14. Update One of the things I've noticed is some people don't like the fact that the treasure deck involves so much randomness. I know a common thing people have done is to split up the treasure into a tiered deck, but at least when I've played, this makes the game way too easy because you very quickly get optimal gear for where your character is at at a low cost. To try to address this, I've added an Item Shop variant to the extended rules. What I tried to do with it is give people some predictability in terms of getting items that are useful for them, but at a fairly steep cost. The idea is you can pay a premium to be ensured that you get a piece of gear you can use, so in a sense you're never going to be completely screwed by the item draw. Additionally, I've added a module for people to be able to face main bosses and mega bosses right away rather than needing to go through a mini boss first. Since the game takes a while, one of my concerns is that it's exceedingly rare I'll have the time to do a full run through the miniboss dungeon, and then do a main boss (let alone again for a mega boss). To make sure my main bosses (and ordered mega bosses) don't just look pretty on my shelf while they collect dust, I've come up with a way to set up a reasonable pre main/mega boss game state to jump right in. Since these modules rely heavily on soul economy and how powerful bonuses are or aren't, I wouldn't be surprised if I didn't get the ratios quite right the first time. Would love to hear from people trying this out and seeing if it works for them and what needs tweaking. The updates are here: https://boardgamegeek.com/filepage/155076/extended-ruleset-compendium-pdf Thanks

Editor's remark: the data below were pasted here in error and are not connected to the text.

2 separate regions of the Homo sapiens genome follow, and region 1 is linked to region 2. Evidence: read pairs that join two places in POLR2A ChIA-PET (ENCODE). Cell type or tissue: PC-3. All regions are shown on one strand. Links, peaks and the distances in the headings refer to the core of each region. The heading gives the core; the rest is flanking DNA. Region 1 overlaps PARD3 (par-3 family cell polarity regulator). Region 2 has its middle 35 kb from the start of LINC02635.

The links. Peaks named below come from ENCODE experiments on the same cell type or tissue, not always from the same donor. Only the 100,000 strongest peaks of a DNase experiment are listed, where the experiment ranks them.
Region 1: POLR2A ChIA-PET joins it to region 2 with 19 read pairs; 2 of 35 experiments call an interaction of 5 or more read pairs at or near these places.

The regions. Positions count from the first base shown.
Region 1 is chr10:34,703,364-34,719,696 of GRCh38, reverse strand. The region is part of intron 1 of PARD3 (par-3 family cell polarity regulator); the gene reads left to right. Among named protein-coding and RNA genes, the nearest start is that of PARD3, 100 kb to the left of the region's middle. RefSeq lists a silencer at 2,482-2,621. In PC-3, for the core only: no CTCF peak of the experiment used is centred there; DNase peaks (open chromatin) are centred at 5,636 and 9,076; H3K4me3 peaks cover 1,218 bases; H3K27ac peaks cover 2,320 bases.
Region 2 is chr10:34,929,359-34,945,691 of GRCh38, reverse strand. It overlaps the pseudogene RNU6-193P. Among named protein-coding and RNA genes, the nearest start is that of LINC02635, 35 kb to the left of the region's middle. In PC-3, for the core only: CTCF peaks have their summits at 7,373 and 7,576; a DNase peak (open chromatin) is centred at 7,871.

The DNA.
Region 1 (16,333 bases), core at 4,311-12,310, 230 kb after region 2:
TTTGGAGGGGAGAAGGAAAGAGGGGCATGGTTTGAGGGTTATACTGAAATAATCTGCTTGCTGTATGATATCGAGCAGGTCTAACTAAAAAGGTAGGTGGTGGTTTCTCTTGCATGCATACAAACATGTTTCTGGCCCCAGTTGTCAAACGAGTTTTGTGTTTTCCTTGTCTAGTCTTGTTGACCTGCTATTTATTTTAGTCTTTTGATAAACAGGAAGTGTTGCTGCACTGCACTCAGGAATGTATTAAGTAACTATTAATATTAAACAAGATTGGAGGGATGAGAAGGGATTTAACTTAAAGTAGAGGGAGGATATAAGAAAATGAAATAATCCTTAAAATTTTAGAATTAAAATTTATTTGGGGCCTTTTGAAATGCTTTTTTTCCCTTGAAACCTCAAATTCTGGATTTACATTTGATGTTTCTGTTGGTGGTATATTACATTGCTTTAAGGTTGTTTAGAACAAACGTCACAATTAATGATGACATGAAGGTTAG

15. Hey all, One houserule I've been considering lately is a way to play main bosses and eventually mega bosses right out of the gate (that is, setting up the game so that you start by facing a main boss dungeon rather than a mini boss dungeon, not immediately facing the boss itself). The only thing I don't really have enough data about though is how many souls to start players out with as a bonus. My initial inclination is something like 16 a piece since that's two trips through a dungeon, but it just feels like way too many souls, and I know a few people have noted that they feel overpowered when they get to the second half of the game. So my question is, how many souls have you guys accumulated by the time you get to the second half of the game, and do you feel like that's an appropriate amount to give? I'm kinda leaning toward 8 a piece and maybe a few treasure pulls, but I just don't feel like I have a great barometer for what's appropriate here, so would be really interested to hear people's thoughts.